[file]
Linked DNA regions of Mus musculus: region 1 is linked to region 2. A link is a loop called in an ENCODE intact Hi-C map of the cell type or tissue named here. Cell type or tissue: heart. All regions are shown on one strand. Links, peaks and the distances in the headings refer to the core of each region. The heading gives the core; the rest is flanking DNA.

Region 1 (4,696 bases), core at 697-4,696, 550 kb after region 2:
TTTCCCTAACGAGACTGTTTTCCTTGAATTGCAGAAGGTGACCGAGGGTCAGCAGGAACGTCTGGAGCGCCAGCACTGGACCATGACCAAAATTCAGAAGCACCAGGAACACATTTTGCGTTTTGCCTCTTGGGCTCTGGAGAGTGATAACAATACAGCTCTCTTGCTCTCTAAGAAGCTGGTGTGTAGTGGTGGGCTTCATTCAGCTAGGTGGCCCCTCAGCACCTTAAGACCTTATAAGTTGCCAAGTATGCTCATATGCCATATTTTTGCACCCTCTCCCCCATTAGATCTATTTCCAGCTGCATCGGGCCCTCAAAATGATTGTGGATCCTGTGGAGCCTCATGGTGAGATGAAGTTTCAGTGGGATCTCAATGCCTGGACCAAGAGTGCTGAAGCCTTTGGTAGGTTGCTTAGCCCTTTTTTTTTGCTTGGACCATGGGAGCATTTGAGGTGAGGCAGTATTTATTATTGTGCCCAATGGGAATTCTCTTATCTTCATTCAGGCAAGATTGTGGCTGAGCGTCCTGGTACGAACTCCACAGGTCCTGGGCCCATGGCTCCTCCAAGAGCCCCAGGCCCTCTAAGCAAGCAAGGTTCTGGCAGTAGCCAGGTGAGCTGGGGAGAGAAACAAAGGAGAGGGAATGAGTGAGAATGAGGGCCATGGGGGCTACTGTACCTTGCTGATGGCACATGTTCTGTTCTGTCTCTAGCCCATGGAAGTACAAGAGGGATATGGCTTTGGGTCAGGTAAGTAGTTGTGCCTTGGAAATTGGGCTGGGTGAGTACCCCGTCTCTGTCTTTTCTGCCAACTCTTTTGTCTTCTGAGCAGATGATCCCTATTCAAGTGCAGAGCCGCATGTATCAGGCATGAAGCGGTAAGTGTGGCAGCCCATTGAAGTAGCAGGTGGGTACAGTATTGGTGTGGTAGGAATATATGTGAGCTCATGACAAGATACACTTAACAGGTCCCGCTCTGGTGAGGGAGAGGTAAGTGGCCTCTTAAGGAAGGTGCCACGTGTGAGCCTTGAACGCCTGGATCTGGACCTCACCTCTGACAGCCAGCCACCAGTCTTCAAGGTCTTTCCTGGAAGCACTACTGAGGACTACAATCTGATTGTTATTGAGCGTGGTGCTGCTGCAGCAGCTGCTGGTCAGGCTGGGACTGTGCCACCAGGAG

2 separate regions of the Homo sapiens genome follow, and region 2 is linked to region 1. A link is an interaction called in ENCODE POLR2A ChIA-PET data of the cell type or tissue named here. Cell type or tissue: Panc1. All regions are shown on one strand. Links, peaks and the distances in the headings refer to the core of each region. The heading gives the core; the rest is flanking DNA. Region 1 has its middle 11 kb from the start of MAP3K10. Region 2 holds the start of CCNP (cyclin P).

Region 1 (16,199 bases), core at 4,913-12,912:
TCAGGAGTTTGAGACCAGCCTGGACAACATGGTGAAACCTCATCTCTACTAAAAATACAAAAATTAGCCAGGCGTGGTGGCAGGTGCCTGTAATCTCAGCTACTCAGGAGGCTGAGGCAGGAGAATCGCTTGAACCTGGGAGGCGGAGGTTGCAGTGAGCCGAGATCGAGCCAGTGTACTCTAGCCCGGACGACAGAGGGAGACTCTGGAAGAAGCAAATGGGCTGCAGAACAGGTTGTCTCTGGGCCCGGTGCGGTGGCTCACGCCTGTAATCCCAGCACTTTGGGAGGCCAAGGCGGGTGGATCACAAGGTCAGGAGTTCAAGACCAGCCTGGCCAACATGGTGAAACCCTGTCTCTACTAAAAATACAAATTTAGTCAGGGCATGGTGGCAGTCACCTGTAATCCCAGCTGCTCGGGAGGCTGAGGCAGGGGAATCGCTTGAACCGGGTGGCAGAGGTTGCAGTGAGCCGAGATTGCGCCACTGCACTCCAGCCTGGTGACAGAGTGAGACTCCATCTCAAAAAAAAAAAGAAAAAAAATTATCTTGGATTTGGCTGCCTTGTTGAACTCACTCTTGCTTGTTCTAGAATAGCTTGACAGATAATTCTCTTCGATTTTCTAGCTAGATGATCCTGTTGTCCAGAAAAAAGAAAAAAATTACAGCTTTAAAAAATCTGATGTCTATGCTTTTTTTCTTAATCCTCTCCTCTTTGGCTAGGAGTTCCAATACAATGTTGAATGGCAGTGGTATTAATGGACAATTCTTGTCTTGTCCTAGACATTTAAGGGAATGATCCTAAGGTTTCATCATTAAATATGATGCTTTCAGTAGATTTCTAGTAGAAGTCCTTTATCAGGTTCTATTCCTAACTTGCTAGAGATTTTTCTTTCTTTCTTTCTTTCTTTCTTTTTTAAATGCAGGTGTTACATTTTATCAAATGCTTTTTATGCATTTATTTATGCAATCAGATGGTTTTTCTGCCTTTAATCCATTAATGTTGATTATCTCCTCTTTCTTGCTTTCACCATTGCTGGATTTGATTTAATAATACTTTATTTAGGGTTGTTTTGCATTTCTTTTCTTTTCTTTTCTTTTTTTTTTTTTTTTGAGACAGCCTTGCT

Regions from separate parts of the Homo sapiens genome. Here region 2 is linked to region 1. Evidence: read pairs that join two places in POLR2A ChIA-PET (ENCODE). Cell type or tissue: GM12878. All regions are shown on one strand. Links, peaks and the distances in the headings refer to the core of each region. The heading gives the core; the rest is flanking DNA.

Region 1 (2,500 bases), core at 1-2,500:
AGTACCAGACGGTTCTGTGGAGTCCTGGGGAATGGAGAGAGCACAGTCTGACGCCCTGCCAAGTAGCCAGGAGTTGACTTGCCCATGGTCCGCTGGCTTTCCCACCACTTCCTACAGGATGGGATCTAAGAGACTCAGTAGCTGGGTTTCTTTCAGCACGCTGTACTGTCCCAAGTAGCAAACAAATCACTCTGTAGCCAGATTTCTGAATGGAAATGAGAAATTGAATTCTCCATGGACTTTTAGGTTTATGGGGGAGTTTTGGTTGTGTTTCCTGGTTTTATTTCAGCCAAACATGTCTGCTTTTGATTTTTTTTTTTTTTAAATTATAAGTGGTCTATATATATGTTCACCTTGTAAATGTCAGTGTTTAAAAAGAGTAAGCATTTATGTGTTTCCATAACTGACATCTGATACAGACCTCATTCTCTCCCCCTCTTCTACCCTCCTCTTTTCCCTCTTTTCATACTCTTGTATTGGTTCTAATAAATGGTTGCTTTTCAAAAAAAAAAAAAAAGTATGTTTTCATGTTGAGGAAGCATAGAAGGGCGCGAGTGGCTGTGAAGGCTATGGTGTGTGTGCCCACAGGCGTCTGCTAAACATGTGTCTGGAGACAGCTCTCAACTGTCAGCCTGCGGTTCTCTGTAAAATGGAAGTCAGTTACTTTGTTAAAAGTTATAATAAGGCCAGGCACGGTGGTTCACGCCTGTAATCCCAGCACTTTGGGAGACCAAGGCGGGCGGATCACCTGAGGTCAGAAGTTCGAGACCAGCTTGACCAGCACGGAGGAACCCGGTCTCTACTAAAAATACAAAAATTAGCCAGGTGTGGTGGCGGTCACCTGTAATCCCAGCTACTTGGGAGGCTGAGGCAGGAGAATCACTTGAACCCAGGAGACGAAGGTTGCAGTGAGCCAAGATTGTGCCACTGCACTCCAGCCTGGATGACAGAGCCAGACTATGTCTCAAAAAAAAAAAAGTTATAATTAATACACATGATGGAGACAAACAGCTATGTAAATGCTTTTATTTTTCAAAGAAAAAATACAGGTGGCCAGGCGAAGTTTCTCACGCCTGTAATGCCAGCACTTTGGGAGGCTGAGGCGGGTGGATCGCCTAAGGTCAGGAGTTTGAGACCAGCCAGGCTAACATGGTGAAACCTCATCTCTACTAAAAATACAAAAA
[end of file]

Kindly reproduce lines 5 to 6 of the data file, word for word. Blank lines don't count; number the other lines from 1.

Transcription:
Region 1 (16,199 bases), core at 4,913-12,912:
TCAGGAGTTTGAGACCAGCCTGGACAACATGGTGAAACCTCATCTCTACTAAAAATACAAAAATTAGCCAGGCGTGGTGGCAGGTGCCTGTAATCTCAGCTACTCAGGAGGCTGAGGCAGGAGAATCGCTTGAACCTGGGAGGCGGAGGTTGCAGTGAGCCGAGATCGAGCCAGTGTACTCTAGCCCGGACGACAGAGGGAGACTCTGGAAGAAGCAAATGGGCTGCAGAACAGGTTGTCTCTGGGCCCGGTGCGGTGGCTCACGCCTGTAATCCCAGCACTTTGGGAGGCCAAGGCGGGTGGATCACAAGGTCAGGAGTTCAAGACCAGCCTGGCCAACATGGTGAAACCCTGTCTCTACTAAAAATACAAATTTAGTCAGGGCATGGTGGCAGTCACCTGTAATCCCAGCTGCTCGGGAGGCTGAGGCAGGGGAATCGCTTGAACCGGGTGGCAGAGGTTGCAGTGAGCCGAGATTGCGCCACTGCACTCCAGCCTGGTGACAGAGTGAGACTCCATCTCAAAAAAAAAAAGAAAAAAAATTATCTTGGATTTGGCTGCCTTGTTGAACTCACTCTTGCTTGTTCTAGAATAGCTTGACAGATAATTCTCTTCGATTTTCTAGCTAGATGATCCTGTTGTCCAGAAAAAAGAAAAAAATTACAGCTTTAAAAAATCTGATGTCTATGCTTTTTTTCTTAATCCTCTCCTCTTTGGCTAGGAGTTCCAATACAATGTTGAATGGCAGTGGTATTAATGGACAATTCTTGTCTTGTCCTAGACATTTAAGGGAATGATCCTAAGGTTTCATCATTAAATATGATGCTTTCAGTAGATTTCTAGTAGAAGTCCTTTATCAGGTTCTATTCCTAACTTGCTAGAGATTTTTCTTTCTTTCTTTCTTTCTTTCTTTTTTAAATGCAGGTGTTACATTTTATCAAATGCTTTTTATGCATTTATTTATGCAATCAGATGGTTTTTCTGCCTTTAATCCATTAATGTTGATTATCTCCTCTTTCTTGCTTTCACCATTGCTGGATTTGATTTAATAATACTTTATTTAGGGTTGTTTTGCATTTCTTTTCTTTTCTTTTCTTTTTTTTTTTTTTTTGAGACAGCCTTGCT